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What data needs to be opened up to tackle tax havens?

June 25, 2013 in Campaigning, Featured, Open Data, Policy

How to tackle tax havens and how to open up official data were two of the headline topics at the G8 Summit in Northern Ireland last week. But unfortunately the bold plans and commitments that many were hoping for did not materialise.

It seemed that the G8 countries might lead a new global initiative to open up data that is needed to tackle tax havens. But commitments from G8 countries in this area were weak, and their plans remain unclear.

What went wrong? And what needs to happen next?

Bermuda – commonly held to be a tax-haven

Tax havens thrive on secrecy

As you’ll probably know, many of the world’s biggest companies – from Amazon to Apple, Google to Starbucks – have been accused of avoiding tax by setting up complex international networks of shell companies, and defining legal relationships and shifting assets between these companies in a way which means that, overall, they pay as little tax as possible.

Chris Taggart of OpenCorporates, an independent initiative to create an open database of the world’s companies, commented:

When we’re talking about tax havens in fact we’re usually talking about secrecy havens – jurisdictions whose primary attraction is not acting as a neutral or low tax base, but one where secrecy and obfuscation is an essential part of the package. This is clearly essential for money launderers, fraudsters, or those involved in corruption and organised crime. As OpenCorporates’ pioneering work mapping corporate networks shows, they are also used by large corporations to hide their complex networks and legal structures from tax officials, shareholders and competitors.

Greater transparency around tax havens depends on having information about who owns these companies, how they are related, and how money flows between them.

Who is really in charge?

Shouldn’t much of this information already be public in things like national company registers? In principle it should, but unfortunately many of these are incomplete, poorly maintained and – crucially – many only list nominee directors and nominee addresses. This last bit point has received significant attention over the past few weeks and at the G8 Summit.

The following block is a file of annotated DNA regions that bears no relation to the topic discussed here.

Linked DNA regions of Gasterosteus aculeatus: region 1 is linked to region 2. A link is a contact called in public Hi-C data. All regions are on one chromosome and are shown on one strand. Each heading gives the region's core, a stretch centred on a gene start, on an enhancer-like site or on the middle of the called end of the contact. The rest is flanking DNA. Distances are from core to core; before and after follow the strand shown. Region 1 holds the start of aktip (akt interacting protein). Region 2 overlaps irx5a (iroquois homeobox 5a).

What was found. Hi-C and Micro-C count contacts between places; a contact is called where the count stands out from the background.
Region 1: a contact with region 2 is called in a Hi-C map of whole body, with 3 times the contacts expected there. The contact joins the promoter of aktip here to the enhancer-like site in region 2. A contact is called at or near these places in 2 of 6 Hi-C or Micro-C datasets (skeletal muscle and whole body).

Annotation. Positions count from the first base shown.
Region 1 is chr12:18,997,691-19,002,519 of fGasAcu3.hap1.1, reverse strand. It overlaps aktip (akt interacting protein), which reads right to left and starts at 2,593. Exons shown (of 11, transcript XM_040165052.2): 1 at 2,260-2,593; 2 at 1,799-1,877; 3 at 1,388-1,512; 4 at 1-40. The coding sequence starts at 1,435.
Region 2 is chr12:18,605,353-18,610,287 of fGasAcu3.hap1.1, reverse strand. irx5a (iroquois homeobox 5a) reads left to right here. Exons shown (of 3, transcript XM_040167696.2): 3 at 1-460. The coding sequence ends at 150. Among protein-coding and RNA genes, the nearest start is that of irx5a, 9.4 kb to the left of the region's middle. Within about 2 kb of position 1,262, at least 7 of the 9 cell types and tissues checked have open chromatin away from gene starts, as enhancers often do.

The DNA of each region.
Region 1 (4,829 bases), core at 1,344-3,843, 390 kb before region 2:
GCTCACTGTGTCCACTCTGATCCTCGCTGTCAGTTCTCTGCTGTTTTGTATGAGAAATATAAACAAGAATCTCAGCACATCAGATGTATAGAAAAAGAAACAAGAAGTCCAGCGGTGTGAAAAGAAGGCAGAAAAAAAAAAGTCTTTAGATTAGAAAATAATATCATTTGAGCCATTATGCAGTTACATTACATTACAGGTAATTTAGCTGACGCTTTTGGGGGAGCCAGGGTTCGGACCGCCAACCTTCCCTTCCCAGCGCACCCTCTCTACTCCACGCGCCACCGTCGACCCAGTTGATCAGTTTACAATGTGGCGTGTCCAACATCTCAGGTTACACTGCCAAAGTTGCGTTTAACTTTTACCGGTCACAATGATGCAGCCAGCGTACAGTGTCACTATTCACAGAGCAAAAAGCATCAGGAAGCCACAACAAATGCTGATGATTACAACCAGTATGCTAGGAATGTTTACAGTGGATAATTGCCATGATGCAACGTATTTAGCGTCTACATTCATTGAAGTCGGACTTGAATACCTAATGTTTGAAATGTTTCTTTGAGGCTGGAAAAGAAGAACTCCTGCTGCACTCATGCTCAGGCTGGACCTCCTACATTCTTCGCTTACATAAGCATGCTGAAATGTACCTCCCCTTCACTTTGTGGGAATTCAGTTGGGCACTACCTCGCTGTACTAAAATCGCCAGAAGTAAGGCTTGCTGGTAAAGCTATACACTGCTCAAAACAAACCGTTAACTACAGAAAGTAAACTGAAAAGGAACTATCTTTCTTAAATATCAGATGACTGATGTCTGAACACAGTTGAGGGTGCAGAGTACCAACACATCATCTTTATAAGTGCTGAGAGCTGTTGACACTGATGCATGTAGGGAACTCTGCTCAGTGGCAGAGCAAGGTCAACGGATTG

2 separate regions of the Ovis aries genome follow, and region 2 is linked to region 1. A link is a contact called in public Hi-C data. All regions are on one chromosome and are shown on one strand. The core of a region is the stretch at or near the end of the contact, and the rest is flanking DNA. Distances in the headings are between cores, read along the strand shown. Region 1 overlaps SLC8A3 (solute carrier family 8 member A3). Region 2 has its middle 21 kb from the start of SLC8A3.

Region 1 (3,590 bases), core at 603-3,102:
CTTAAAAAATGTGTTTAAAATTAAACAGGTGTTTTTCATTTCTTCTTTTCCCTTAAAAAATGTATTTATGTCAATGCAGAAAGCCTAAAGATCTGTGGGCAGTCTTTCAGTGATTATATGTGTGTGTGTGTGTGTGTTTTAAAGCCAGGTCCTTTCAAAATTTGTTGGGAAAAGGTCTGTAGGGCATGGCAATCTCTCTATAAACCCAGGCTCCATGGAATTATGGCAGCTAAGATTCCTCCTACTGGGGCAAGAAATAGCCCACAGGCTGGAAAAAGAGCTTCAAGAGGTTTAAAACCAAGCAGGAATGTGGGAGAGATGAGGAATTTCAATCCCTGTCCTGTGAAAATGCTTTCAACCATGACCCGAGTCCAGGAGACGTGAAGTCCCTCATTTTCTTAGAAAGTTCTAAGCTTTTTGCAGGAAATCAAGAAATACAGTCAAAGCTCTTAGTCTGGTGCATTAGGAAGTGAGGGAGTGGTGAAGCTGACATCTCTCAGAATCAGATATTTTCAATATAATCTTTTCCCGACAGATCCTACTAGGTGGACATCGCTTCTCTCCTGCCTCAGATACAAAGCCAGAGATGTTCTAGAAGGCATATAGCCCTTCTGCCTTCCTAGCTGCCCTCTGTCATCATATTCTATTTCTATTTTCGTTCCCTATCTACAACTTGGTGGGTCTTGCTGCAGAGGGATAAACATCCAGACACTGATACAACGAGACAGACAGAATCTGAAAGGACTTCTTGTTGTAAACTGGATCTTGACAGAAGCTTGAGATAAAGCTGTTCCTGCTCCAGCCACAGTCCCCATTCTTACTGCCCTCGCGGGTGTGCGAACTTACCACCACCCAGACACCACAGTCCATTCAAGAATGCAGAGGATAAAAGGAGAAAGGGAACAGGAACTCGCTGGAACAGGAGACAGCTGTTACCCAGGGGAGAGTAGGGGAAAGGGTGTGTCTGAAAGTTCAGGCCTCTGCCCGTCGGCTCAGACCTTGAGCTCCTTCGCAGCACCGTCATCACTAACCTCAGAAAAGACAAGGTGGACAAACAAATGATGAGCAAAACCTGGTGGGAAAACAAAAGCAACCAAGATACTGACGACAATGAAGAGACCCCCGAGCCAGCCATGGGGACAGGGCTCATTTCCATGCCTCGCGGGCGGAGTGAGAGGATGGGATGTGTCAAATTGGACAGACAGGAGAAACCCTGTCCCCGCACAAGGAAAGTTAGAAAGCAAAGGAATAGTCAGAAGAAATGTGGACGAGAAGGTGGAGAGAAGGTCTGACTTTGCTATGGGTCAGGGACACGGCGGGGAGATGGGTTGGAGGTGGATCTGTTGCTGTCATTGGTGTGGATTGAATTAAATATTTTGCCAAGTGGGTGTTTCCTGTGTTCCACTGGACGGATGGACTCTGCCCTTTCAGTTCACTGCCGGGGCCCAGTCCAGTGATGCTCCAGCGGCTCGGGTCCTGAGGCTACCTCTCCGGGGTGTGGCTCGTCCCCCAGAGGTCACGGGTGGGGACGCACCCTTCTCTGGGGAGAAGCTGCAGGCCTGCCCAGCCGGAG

There have been widespread calls for registers which list the beneficial owners of a given company. Beneficial ownership means whoever it is that benefits from the ownership of a company, not just whomever it is convenient to put down in the company registration form for the purposes of obscuring real ownership and interests.

Who gets to know who is really in charge?

While it is a major step that G8 countries have publicly recognised the importance of beneficial ownership, they have missed a major opportunity in not connecting this to their support for “open data by default”, as outlined in the new Open Data Charter. They announced that:

Beneficial ownership information on companies should be accessible onshore to law enforcement, tax administrations and other relevant authorities including, as appropriate, financial intelligence units. [..] Countries should consider measures to facilitate access to company beneficial ownership information by financial institutions and other regulated businesses. Some basic company information should be publicly accessible.

While there is mention of some public disclosure, the emphasis is very much on governments having and exchanging this information between them, not on public access.